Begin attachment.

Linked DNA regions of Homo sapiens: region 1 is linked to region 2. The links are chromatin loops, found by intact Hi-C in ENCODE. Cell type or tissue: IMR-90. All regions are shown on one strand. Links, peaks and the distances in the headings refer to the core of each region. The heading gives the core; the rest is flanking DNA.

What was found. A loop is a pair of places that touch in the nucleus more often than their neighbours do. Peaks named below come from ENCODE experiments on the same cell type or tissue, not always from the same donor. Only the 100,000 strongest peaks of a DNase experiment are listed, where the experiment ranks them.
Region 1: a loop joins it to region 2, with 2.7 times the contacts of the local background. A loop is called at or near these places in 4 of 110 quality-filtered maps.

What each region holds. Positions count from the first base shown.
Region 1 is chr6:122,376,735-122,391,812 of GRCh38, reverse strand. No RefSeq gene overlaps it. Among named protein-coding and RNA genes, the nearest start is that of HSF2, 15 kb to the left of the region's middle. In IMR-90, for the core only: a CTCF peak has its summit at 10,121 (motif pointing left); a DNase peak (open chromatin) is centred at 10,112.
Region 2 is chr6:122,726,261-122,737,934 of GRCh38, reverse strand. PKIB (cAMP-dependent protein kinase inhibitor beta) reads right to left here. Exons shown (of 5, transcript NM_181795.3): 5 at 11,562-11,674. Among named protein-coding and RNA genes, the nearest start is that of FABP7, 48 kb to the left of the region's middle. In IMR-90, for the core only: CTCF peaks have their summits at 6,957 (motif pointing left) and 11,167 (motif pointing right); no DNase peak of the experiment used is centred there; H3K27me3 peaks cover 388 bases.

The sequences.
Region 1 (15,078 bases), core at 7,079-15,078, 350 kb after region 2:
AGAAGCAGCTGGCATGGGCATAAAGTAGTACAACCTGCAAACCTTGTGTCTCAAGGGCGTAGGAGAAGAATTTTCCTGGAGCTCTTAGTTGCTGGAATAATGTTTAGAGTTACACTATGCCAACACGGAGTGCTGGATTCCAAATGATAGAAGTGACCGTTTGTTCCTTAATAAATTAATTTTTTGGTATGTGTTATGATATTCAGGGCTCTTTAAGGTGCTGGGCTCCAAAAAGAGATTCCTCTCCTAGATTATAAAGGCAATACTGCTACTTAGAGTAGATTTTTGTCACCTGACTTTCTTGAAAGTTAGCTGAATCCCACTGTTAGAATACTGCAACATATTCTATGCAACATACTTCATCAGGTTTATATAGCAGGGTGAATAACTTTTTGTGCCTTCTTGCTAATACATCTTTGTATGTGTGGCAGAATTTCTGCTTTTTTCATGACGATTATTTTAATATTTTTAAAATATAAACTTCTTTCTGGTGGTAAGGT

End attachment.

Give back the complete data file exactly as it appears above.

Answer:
Linked DNA regions of Homo sapiens: region 1 is linked to region 2. The links are chromatin loops, found by intact Hi-C in ENCODE. Cell type or tissue: IMR-90. All regions are shown on one strand. Links, peaks and the distances in the headings refer to the core of each region. The heading gives the core; the rest is flanking DNA.

What was found. A loop is a pair of places that touch in the nucleus more often than their neighbours do. Peaks named below come from ENCODE experiments on the same cell type or tissue, not always from the same donor. Only the 100,000 strongest peaks of a DNase experiment are listed, where the experiment ranks them.
Region 1: a loop joins it to region 2, with 2.7 times the contacts of the local background. A loop is called at or near these places in 4 of 110 quality-filtered maps.

What each region holds. Positions count from the first base shown.
Region 1 is chr6:122,376,735-122,391,812 of GRCh38, reverse strand. No RefSeq gene overlaps it. Among named protein-coding and RNA genes, the nearest start is that of HSF2, 15 kb to the left of the region's middle. In IMR-90, for the core only: a CTCF peak has its summit at 10,121 (motif pointing left); a DNase peak (open chromatin) is centred at 10,112.
Region 2 is chr6:122,726,261-122,737,934 of GRCh38, reverse strand. PKIB (cAMP-dependent protein kinase inhibitor beta) reads right to left here. Exons shown (of 5, transcript NM_181795.3): 5 at 11,562-11,674. Among named protein-coding and RNA genes, the nearest start is that of FABP7, 48 kb to the left of the region's middle. In IMR-90, for the core only: CTCF peaks have their summits at 6,957 (motif pointing left) and 11,167 (motif pointing right); no DNase peak of the experiment used is centred there; H3K27me3 peaks cover 388 bases.

The sequences.
Region 1 (15,078 bases), core at 7,079-15,078, 350 kb after region 2:
AGAAGCAGCTGGCATGGGCATAAAGTAGTACAACCTGCAAACCTTGTGTCTCAAGGGCGTAGGAGAAGAATTTTCCTGGAGCTCTTAGTTGCTGGAATAATGTTTAGAGTTACACTATGCCAACACGGAGTGCTGGATTCCAAATGATAGAAGTGACCGTTTGTTCCTTAATAAATTAATTTTTTGGTATGTGTTATGATATTCAGGGCTCTTTAAGGTGCTGGGCTCCAAAAAGAGATTCCTCTCCTAGATTATAAAGGCAATACTGCTACTTAGAGTAGATTTTTGTCACCTGACTTTCTTGAAAGTTAGCTGAATCCCACTGTTAGAATACTGCAACATATTCTATGCAACATACTTCATCAGGTTTATATAGCAGGGTGAATAACTTTTTGTGCCTTCTTGCTAATACATCTTTGTATGTGTGGCAGAATTTCTGCTTTTTTCATGACGATTATTTTAATATTTTTAAAATATAAACTTCTTTCTGGTGGTAAGGT